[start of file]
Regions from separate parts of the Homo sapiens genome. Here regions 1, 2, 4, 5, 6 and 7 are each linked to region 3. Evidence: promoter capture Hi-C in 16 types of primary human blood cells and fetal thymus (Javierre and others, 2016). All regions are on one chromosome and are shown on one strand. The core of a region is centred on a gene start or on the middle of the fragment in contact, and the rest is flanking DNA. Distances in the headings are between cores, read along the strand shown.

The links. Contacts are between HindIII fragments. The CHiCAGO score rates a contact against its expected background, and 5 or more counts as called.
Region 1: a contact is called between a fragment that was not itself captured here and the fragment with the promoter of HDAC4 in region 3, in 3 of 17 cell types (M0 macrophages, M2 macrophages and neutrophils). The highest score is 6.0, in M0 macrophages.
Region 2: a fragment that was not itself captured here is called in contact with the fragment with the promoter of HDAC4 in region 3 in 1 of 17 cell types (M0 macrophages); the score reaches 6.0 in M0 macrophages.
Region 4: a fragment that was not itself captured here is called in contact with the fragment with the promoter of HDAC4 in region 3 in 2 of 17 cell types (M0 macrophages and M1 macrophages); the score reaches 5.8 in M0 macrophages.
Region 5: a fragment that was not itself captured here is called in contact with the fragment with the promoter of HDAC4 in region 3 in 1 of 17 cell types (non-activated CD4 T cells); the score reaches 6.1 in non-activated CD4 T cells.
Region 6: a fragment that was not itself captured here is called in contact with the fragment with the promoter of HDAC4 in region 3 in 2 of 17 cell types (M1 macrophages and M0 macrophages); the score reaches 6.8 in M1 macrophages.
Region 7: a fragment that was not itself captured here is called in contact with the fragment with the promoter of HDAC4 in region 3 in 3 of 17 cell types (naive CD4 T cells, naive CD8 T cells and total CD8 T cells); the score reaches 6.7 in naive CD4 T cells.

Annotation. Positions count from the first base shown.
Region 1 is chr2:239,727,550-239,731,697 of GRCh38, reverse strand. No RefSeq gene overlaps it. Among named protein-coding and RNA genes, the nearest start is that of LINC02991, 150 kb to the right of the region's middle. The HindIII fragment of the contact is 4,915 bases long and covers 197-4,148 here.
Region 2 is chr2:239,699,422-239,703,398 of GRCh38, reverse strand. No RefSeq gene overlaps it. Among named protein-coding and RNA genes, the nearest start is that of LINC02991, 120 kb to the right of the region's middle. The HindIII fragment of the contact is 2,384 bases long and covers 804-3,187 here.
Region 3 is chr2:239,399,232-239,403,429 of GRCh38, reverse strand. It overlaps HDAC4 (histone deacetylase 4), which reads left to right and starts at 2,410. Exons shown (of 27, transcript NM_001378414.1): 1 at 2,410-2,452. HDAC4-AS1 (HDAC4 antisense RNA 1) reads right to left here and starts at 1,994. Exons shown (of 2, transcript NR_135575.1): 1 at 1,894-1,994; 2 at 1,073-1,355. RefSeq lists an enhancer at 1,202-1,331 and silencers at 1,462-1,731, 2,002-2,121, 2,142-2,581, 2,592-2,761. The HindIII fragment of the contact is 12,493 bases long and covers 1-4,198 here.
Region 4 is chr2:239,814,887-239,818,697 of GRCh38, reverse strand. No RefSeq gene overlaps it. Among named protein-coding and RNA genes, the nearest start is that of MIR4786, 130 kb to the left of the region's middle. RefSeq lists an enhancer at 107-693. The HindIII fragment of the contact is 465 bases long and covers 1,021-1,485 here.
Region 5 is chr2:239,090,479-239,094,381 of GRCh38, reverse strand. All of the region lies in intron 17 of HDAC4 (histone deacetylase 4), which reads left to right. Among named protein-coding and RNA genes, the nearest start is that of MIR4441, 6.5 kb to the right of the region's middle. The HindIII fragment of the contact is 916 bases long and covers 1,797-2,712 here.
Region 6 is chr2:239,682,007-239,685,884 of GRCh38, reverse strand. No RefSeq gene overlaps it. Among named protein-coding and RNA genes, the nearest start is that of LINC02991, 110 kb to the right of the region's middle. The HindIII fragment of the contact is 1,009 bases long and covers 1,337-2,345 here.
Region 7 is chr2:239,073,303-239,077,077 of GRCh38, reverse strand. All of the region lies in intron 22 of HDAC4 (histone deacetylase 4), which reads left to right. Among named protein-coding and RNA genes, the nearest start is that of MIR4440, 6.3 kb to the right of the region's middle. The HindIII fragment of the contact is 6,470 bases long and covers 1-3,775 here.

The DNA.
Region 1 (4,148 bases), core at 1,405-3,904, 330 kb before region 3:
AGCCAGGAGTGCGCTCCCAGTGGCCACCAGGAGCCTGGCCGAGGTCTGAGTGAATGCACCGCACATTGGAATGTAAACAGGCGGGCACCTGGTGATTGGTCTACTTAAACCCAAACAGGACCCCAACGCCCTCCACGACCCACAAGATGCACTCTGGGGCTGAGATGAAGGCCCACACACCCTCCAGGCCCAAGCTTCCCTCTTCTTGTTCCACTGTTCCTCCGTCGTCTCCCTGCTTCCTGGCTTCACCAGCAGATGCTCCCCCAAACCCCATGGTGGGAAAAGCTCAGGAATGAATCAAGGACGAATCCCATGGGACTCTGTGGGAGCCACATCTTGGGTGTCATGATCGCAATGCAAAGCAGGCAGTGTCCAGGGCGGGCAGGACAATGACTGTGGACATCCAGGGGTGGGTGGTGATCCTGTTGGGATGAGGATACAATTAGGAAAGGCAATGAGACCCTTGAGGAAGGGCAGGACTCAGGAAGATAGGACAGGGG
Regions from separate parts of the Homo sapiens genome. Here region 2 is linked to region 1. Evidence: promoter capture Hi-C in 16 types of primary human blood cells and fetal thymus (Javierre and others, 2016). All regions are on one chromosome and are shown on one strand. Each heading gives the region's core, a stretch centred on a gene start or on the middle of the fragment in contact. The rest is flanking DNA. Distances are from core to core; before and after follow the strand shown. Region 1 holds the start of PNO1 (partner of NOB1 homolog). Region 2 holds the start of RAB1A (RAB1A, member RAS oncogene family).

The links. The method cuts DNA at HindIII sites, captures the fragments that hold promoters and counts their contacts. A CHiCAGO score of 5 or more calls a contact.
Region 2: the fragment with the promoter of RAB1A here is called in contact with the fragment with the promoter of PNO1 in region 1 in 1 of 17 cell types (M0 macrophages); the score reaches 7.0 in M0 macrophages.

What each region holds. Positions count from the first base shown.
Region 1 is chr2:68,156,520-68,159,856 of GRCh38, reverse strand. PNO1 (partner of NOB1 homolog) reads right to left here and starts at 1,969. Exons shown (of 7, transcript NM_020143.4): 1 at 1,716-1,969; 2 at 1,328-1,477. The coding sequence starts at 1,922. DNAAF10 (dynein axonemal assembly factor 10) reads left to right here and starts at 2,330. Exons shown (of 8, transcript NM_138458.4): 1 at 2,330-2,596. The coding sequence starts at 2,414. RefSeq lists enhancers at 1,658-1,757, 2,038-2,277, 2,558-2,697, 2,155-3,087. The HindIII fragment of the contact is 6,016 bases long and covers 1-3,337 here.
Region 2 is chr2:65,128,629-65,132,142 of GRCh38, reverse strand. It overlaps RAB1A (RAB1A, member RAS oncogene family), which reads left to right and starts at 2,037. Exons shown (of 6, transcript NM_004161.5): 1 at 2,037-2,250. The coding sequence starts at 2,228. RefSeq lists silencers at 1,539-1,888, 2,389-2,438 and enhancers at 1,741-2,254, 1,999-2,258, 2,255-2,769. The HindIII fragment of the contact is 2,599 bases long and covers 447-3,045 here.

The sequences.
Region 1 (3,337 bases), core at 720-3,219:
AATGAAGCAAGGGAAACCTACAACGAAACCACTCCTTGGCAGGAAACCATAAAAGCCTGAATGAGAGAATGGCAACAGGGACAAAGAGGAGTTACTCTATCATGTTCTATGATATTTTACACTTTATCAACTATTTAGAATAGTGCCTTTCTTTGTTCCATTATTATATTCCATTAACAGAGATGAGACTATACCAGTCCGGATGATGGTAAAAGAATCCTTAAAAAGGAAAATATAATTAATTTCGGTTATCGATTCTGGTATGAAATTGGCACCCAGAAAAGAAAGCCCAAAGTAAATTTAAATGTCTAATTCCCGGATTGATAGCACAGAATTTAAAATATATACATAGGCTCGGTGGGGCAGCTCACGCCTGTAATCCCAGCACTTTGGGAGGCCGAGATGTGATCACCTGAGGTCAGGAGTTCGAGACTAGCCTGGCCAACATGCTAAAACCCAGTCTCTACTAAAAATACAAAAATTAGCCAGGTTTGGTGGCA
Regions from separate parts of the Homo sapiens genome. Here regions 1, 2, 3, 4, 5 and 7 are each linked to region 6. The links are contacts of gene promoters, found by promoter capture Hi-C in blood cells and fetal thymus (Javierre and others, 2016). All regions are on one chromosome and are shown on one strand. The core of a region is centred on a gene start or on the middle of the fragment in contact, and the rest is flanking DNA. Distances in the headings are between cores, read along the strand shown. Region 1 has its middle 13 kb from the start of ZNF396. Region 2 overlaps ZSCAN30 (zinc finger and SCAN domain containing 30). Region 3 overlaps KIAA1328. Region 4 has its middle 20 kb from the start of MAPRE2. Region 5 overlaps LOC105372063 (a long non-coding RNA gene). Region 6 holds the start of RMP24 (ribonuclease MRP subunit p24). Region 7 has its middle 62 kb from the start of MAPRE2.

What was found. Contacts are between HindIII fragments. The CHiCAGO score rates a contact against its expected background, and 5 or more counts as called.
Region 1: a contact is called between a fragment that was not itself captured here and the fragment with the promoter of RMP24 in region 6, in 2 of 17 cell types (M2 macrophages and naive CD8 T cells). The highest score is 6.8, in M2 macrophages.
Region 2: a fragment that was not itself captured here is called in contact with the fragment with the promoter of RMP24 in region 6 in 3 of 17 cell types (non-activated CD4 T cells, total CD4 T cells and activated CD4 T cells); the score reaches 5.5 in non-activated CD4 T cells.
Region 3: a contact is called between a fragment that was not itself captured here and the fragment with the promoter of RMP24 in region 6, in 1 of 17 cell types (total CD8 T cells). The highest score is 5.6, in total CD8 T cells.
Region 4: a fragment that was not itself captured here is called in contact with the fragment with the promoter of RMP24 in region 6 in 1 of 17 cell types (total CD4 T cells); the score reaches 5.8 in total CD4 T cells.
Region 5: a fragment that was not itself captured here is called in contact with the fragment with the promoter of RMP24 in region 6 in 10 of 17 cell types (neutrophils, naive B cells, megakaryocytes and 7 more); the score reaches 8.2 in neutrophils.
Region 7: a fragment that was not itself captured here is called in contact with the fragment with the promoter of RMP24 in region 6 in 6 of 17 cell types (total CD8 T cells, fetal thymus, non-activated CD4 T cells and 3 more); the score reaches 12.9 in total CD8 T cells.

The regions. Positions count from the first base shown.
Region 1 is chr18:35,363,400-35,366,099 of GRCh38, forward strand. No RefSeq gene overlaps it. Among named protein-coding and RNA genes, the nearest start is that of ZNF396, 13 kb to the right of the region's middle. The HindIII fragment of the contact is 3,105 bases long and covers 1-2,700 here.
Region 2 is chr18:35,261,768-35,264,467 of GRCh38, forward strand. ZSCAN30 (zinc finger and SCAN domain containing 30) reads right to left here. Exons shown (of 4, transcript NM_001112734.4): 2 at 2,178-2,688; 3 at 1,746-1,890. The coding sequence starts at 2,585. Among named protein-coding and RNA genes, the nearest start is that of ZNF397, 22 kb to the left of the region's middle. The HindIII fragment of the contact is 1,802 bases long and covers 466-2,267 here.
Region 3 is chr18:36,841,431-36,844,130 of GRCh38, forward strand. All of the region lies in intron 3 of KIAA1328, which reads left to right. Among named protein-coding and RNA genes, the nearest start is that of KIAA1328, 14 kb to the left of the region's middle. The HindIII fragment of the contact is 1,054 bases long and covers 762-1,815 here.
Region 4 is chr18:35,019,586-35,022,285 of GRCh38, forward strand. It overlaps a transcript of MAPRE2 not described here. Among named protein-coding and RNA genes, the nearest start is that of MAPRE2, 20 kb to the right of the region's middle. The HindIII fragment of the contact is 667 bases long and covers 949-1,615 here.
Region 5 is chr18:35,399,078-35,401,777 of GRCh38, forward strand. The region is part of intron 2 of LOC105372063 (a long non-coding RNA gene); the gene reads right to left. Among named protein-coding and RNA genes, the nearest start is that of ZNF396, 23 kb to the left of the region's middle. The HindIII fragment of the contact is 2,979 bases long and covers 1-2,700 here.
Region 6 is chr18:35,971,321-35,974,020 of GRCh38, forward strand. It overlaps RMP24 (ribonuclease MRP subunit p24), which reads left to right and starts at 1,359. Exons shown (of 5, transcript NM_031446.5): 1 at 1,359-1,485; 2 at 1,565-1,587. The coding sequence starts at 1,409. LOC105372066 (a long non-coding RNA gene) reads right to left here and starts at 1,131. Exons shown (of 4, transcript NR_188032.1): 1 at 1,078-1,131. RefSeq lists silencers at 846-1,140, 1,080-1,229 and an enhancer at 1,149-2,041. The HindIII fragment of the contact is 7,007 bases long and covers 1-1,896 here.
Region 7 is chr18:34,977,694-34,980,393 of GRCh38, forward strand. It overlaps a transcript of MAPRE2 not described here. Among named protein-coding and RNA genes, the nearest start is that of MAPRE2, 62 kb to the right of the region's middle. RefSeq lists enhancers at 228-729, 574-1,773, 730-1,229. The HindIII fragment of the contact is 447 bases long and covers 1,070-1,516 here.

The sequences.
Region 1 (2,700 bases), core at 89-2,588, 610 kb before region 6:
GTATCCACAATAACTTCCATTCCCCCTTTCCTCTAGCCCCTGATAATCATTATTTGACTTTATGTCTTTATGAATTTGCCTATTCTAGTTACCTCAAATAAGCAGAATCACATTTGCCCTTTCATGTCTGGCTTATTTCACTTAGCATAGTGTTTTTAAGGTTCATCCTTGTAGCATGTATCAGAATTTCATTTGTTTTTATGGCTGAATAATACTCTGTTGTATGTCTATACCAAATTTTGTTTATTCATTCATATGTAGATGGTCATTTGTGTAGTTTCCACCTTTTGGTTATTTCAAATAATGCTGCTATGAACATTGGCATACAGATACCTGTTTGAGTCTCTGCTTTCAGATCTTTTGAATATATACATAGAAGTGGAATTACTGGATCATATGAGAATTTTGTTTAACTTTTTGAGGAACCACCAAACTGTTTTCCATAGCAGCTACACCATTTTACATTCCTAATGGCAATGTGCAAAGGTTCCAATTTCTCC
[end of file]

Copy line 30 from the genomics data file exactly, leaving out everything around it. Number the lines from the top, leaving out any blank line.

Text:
What was found. Contacts are between HindIII fragments. The CHiCAGO score rates a contact against its expected background, and 5 or more counts as called.